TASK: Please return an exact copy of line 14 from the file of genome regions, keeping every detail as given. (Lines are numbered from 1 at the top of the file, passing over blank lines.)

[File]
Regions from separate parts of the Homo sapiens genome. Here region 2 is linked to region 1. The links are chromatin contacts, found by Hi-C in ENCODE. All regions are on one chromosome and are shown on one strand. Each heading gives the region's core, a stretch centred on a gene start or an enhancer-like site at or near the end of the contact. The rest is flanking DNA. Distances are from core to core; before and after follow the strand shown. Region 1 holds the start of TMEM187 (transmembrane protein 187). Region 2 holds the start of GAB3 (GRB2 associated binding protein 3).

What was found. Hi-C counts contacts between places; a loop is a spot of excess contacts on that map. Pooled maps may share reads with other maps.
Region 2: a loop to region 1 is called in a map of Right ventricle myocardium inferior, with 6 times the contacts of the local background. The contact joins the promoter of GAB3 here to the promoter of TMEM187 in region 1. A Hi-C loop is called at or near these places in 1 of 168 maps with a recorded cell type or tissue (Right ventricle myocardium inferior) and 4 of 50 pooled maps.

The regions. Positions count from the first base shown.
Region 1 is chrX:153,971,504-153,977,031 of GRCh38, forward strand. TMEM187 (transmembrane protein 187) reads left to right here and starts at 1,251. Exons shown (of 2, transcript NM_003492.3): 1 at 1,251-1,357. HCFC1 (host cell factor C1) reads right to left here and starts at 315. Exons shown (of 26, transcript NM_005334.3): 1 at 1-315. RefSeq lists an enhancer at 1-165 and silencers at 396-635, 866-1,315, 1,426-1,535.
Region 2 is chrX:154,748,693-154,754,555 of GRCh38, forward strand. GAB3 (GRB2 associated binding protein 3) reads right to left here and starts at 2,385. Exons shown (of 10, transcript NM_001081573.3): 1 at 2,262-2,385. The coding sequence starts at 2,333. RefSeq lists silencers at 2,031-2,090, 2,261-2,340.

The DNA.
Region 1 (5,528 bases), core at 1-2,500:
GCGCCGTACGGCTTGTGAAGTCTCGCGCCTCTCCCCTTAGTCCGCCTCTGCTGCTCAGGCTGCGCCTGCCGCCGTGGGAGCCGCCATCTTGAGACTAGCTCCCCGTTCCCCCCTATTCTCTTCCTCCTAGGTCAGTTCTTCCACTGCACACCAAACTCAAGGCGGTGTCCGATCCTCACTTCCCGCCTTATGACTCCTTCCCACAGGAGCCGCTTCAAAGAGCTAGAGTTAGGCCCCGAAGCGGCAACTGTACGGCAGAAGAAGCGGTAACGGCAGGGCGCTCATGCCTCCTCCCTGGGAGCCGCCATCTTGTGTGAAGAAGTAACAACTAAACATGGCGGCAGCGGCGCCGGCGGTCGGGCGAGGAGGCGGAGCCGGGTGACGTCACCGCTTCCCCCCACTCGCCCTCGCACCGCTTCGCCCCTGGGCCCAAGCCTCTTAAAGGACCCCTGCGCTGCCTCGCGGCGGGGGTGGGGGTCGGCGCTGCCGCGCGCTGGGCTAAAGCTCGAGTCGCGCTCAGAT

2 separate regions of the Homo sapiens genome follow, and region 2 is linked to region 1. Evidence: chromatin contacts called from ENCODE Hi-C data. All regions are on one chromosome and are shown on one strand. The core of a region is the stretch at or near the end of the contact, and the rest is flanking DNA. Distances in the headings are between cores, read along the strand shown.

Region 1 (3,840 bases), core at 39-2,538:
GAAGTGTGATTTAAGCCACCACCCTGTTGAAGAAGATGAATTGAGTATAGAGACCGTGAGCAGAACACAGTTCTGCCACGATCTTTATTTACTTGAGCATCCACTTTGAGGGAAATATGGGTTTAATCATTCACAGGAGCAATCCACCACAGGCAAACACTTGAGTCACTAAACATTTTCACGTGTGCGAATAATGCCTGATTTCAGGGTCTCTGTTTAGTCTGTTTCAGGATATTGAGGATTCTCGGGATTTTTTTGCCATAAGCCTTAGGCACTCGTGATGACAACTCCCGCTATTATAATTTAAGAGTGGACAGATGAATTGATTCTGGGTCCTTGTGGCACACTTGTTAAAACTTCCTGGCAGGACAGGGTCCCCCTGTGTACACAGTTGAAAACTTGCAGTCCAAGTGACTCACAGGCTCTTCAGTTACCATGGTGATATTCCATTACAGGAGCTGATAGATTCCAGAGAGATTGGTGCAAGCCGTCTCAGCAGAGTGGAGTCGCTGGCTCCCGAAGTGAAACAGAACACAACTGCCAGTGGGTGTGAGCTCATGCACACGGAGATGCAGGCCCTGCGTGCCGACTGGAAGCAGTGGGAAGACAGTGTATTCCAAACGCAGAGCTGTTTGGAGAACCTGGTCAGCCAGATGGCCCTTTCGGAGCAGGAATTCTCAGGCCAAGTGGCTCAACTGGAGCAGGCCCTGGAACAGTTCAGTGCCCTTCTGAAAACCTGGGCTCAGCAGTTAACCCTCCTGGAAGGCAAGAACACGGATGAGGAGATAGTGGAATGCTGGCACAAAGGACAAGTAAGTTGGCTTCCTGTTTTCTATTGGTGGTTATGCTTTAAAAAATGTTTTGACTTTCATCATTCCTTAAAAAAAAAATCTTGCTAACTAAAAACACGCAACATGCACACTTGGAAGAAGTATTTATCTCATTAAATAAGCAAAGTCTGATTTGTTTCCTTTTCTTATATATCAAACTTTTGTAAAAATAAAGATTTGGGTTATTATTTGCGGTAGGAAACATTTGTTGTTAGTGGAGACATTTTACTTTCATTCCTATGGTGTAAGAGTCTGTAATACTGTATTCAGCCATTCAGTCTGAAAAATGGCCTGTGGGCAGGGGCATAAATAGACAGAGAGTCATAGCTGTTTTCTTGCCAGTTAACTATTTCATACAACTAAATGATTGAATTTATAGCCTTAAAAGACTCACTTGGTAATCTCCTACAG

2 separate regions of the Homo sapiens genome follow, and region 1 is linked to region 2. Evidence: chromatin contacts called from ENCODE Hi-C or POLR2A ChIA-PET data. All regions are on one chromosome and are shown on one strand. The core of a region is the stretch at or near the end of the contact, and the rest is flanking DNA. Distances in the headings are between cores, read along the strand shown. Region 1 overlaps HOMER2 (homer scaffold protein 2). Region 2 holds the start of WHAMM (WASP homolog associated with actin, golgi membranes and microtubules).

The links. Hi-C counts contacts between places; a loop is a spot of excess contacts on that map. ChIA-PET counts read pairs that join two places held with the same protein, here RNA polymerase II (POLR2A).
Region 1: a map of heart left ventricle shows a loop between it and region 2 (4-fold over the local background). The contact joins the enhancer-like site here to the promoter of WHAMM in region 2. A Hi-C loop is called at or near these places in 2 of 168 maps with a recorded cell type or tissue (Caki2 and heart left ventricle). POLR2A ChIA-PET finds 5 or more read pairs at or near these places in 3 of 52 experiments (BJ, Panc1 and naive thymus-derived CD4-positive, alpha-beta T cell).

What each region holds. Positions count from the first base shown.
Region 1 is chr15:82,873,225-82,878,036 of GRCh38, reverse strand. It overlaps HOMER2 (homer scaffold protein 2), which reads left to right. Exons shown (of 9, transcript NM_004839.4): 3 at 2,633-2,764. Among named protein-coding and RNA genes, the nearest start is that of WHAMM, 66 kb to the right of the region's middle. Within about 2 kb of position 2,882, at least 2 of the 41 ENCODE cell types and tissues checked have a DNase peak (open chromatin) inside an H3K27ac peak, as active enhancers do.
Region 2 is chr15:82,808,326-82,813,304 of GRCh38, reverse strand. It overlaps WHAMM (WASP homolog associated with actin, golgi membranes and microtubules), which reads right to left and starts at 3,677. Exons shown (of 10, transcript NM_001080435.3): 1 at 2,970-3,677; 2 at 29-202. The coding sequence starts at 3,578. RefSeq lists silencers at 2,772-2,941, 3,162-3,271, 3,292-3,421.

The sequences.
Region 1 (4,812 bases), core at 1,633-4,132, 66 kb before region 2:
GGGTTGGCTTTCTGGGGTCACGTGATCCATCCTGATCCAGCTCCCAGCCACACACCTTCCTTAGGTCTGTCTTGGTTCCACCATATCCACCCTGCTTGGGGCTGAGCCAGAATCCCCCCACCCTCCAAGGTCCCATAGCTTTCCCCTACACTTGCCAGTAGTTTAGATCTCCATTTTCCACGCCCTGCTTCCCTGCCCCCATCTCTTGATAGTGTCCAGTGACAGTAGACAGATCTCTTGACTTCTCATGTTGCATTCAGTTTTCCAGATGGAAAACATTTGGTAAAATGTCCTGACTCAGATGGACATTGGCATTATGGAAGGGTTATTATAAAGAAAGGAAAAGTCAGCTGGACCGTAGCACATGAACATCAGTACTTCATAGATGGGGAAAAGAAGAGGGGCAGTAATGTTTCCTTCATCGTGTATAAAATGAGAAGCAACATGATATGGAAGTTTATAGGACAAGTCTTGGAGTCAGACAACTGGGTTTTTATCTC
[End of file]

The links. Hi-C counts contacts between places; a loop is a spot of excess contacts on that map. ChIA-PET counts read pairs that join two places held with the same protein, here RNA polymerase II (POLR2A).